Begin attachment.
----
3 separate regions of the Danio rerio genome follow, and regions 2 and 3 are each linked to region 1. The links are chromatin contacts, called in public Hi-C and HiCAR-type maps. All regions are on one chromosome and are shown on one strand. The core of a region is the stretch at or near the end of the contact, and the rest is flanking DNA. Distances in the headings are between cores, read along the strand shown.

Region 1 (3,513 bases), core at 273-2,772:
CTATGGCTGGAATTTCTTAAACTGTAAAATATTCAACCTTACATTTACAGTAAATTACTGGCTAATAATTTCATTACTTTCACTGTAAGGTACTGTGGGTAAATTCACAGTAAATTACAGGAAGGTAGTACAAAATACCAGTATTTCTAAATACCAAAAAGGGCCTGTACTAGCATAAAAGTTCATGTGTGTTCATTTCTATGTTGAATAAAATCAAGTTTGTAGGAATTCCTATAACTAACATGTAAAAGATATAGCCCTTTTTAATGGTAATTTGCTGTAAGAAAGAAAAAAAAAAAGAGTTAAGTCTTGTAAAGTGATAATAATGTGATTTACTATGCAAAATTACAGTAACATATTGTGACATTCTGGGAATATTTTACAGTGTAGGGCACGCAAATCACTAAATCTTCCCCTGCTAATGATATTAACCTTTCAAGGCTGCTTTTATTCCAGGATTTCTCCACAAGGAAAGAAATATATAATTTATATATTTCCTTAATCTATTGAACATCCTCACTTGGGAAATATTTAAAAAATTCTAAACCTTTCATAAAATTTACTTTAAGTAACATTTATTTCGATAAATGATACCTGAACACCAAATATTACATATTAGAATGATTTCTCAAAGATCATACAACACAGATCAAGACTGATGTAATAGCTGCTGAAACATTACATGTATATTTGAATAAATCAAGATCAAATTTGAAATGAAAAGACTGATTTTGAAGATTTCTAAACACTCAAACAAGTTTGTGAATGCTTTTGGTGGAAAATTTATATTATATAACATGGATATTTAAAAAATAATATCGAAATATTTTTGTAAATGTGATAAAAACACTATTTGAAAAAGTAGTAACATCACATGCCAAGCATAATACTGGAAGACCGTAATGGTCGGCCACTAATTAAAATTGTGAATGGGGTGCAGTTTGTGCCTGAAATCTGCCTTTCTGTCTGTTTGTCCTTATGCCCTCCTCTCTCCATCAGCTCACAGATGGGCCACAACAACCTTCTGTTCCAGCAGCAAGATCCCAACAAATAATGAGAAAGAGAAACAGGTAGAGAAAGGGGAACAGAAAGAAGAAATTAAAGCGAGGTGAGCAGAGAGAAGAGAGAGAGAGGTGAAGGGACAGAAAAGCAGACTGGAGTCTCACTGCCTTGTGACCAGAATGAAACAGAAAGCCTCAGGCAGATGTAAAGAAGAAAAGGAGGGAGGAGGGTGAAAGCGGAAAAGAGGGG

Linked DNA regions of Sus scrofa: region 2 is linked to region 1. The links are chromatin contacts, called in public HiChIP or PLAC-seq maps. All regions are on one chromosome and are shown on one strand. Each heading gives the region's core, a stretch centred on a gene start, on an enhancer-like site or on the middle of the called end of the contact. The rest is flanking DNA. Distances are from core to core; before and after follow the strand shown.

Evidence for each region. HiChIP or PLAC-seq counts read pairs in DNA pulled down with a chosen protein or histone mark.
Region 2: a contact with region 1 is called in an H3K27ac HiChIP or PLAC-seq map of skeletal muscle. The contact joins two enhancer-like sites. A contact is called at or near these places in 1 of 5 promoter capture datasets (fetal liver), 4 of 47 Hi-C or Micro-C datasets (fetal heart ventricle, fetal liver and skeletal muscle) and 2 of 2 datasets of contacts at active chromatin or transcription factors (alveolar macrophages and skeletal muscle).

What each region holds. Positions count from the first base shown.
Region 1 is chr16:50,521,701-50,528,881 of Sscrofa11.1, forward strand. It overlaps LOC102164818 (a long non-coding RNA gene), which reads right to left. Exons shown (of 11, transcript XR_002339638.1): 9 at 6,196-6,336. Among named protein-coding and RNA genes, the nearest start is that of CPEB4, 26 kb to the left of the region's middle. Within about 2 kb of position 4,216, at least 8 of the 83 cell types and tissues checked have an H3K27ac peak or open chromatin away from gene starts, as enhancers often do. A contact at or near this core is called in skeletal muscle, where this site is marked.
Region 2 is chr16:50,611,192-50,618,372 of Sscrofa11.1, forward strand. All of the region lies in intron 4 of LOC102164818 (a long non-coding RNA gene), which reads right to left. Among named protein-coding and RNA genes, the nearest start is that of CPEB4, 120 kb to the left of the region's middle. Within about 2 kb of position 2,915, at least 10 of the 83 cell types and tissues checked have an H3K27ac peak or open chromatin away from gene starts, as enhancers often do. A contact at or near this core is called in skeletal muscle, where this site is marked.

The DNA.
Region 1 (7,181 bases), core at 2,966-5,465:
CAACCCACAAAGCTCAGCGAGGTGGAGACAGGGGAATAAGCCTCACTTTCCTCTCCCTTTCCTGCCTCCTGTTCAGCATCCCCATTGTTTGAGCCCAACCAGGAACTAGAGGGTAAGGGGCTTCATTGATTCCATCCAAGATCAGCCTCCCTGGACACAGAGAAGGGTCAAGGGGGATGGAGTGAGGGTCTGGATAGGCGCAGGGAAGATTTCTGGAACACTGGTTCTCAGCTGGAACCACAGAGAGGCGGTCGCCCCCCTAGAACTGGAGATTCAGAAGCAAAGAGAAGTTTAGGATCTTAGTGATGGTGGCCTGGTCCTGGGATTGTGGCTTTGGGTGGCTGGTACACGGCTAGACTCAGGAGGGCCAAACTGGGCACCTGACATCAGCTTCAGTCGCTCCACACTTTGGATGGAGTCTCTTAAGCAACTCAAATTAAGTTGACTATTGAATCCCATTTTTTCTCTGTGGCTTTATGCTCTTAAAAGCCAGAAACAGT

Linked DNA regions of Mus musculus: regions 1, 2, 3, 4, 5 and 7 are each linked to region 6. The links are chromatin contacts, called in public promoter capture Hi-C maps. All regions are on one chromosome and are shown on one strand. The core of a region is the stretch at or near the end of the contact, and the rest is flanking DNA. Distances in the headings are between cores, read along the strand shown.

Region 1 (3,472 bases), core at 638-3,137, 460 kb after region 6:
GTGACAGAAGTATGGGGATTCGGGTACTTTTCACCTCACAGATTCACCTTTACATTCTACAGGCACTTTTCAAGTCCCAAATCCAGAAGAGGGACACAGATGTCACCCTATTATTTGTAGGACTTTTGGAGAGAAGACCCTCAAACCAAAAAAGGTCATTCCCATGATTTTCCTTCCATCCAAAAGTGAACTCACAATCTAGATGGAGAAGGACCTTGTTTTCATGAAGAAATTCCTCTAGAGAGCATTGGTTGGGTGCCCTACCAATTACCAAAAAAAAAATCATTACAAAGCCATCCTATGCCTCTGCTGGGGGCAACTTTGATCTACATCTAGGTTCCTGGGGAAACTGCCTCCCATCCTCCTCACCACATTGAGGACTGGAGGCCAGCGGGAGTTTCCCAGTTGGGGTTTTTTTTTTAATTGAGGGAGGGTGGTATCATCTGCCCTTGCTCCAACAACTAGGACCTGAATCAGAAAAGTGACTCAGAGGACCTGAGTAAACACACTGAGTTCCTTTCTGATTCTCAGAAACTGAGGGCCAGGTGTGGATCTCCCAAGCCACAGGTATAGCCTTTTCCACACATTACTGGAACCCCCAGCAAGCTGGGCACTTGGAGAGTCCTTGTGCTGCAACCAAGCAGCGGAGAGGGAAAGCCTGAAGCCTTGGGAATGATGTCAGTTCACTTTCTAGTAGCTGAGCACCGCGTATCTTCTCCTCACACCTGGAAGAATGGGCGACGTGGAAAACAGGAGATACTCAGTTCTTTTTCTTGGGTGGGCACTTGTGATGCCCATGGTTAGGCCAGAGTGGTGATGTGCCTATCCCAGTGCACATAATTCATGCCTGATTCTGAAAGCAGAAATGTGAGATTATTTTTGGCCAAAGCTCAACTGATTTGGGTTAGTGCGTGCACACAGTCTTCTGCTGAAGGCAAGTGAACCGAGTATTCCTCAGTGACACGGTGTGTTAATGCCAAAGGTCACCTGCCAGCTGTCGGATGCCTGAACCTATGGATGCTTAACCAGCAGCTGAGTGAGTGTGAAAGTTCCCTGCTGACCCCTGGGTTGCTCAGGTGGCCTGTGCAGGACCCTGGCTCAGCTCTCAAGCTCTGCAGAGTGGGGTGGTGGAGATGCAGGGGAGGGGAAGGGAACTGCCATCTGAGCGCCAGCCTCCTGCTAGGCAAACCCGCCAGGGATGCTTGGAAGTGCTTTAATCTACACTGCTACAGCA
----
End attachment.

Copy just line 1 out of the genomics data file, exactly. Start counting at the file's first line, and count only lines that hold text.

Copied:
3 separate regions of the Danio rerio genome follow, and regions 2 and 3 are each linked to region 1. The links are chromatin contacts, called in public Hi-C and HiCAR-type maps. All regions are on one chromosome and are shown on one strand. The core of a region is the stretch at or near the end of the contact, and the rest is flanking DNA. Distances in the headings are between cores, read along the strand shown.